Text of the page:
5 T4246, which is the strategic planning committee

6 notes of 9/8/86. And then there is the Tab 870,

7 which is the 9/15 Smith Breeden presentation at

8 A10660.

9 A. Do you want me to look at both?

10 Q. I would like you to look at both

11 documents. In fact, the first document, the

12 strategic planning committee notes which is the

13 Tab 335 document --

14 A. Okay. That one first?

15 Q. Take a look at that and flip into the

16 document to where it talks about the Smith Breeden

17 presentation.

18 A. Page?

19 Q. Let me get the page for you. Does

20 yours have the US Bates stamp numbers on the

21 right-hand --

22 A. I have underneath in the middle OW


1 numbers and a T4246 on the top page.

2 Q. I think I have a different --

3 THE COURT: We'll take a short recess.

4 MR. GUIDO: Thank you, Your Honor.


6 (Whereupon, a short break was taken

7 from 10:35 a.m. to 11:00 a.m.)


9 THE COURT: Be seated, please. We'll

10 be back on the record.

11 Mr. Guido, you may continue.

12 MR. GUIDO: Thank you, Your Honor.

13 THE COURT: We were looking at T4246,

14 and the copy that I have doesn't have any imaging

15 numbers on it. So, when you're directing to a

16 particular paragraph, you'll have to use the

17 numbers on the document.

18 MR. GUIDO: Yes, Your Honor.

19 Q. (BY MR. GUIDO) I would like to direct

20 your attention to the next-to-the-last page of the

21 document.

22 A. Please tell me again, please, the


1 number.

2 Q. Tab 335, T4246. It was the two

3 documents that I gave you together.

4 A. Give me a hand here. Thank you.

5 Sorry.

6 Q. Look at the next-to-the-last page. See

7 where it makes reference to Smith Breeden senior

8 management meeting, Monday, September 15th?

9 A. Yes, sir.

10 Q. Okay. Do you see who it has listed as

11 attending: Mr. Hurwitz, Mr. Gross, you, and then

12 other people?

13 A. Yes.

14 Q. Do you recall attending a presentation

15 by Smith Breeden?

16 A. I do -- I remember at least one

17 discussion with Smith Breeden, yes.

18 Q. All right. And was that shortly before

19 Sandy Laurenson's arrival at USAT?

20 A. Well, I can't -- I think it was roughly

21 in that same period of time. I don't remember the

22 specific sequence.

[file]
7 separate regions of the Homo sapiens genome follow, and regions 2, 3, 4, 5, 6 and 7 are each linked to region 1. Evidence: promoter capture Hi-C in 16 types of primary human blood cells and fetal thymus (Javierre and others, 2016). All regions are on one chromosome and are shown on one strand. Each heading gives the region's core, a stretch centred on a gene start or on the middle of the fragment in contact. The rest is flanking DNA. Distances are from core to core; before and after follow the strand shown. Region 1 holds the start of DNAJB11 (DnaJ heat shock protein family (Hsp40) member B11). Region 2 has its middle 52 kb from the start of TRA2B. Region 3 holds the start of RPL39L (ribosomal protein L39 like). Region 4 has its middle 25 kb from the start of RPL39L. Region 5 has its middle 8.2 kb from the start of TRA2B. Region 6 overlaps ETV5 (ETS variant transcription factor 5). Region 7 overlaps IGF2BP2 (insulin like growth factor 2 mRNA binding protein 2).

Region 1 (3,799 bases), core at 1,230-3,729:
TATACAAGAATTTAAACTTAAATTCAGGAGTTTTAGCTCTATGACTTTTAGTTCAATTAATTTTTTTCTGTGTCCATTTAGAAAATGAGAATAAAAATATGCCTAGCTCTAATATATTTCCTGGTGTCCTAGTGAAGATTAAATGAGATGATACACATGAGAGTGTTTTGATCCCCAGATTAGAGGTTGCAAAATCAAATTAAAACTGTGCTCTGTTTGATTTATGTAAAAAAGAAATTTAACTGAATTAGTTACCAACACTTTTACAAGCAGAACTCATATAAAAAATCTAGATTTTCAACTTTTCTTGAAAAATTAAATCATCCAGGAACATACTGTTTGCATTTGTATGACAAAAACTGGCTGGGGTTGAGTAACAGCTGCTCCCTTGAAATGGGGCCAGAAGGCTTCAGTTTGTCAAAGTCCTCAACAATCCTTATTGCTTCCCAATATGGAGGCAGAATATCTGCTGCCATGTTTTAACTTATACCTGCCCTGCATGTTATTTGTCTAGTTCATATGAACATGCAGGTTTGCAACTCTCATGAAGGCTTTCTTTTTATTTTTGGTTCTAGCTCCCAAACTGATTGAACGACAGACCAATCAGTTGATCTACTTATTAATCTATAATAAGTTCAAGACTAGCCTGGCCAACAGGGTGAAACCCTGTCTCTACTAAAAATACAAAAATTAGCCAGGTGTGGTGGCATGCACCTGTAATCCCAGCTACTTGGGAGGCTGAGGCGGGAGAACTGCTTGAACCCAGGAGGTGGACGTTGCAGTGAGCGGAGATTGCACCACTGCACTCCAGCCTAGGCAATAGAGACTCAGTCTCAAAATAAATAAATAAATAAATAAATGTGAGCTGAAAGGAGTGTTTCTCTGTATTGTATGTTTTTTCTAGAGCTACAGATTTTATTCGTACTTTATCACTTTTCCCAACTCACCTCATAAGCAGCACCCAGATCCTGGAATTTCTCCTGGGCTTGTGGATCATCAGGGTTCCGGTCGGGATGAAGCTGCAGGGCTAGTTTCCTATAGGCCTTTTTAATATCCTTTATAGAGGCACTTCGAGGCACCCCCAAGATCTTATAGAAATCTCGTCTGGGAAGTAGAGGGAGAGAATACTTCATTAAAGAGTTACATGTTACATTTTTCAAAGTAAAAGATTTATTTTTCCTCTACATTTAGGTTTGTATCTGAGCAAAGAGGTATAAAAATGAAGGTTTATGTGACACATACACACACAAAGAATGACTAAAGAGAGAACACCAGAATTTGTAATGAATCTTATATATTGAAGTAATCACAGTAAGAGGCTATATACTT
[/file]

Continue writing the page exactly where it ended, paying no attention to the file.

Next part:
1 Q. Okay. I would like to now direct your

2 attention to Tab 870, which is the second document

3 I showed you.

4 THE COURT: What number is that,

5 Mr. Guido?

6 MR. GUIDO: That is A10666, Your Honor.

7 That is the document that has been described as

8 the Smith Breeden presentation of September 15th,

9 1986, in the record, Your Honor.

10 THE COURT: Thank you.

11 A. I have the document.

12 Q. (BY MR. GUIDO) Now, I would like to

13 direct your attention to Page 20 -- Page 9 of the

14 document where it talks about recommendations.

15 A. Mr. Guido, mine is not very legible;

16 but I can make it out, I think.

17 Q. I'm sorry. I think that some of these

18 have been faxed and copied and copied and copied.

19 A. Yeah. I think we banned this

20 typewriter.

21 Q. We had a discussion about a similar

22 typewriter in your deposition, didn't we?


1 A. We did.

2 Q. Now, see under "immediate strategies,"

3 it says, "Take gains on portfolio to offset

4 operating losses"?

5 A. Yes. The first bullet, yeah.

6 Q. Now, what portfolio was Smith Breeden

7 hired to take a look at for USAT?

8 A. I'm not -- I'm not sure that I

9 remember. I don't remember.

10 Q. Was Smith Breeden a consulting firm

11 that specialized in risk-controlled arbitrages?

12 A. I don't know -- I remember them as a

13 consulting firm that talked about fixed income

14 securities, I think, from the east coast. I think

15 so. I think so.

16 Q. You think that they --

17 A. That the answer to your question is

18 "yes." I think so.

19 Q. That they were -- I think you said that

20 they were specializing in fixed income securities?

21 A. I vaguely remember that was one of

22 their areas of expertise. I don't know what else


1 they did.

2 Q. Were they hired to look at the

3 mortgage-backed securities portfolio, or were they

4 hired to look at the high-yield bond portfolio?

5 A. My only recollection was their coming

6 to talk about the overall strategy. So, I don't

7 know. I remember them only in terms of broader

8 strategy conversation.

9 Q. You don't remember them doing

10 evaluations of the mortgage-backed securities

11 portfolios?

12 A. I don't remember that.

13 Q. Okay. You don't recall them being

14 retained to provide advice on the mortgage-backed

15 security portfolios?

16 A. As I said, I recall -- I pretty clearly

17 recall them being retained to provide general

18 facilitation of strategy conversations. I just

19 don't remember the specific topics.

20 Q. Okay. So, you don't recall the

21 portfolio that they were asked to advise about?

22 A. I just don't know which specific


1 portfolio that first bullet would have been

2 referring to. I don't remember that.

3 Q. Now, I would like to direct your

4 attention to another document, which is at

5 Tab 871, which is T4250. It's dated 9/22/86.

6 9/22/86, T4250.

7 A. Do I have that? Thank you.

8 Q. Do you see where it has you as a

9 recipient to this memorandum?

10 A. I do vaguely, yes.

11 Q. Now, this is one of the memoranda, I

12 think, that we discussed in your deposition about

13 how difficult they are to read.

14 Do you recall that?

15 A. If it wasn't, it should have been,

16 yeah.

17 Q. I think you referred to these as

18 hieroglyphics in your deposition.

19 Do you recall that?

20 A. I'll stand by that.

21 Q. Now, I would like to direct your

22 attention to the third page of the document.


1 Do you see under "earnings and growth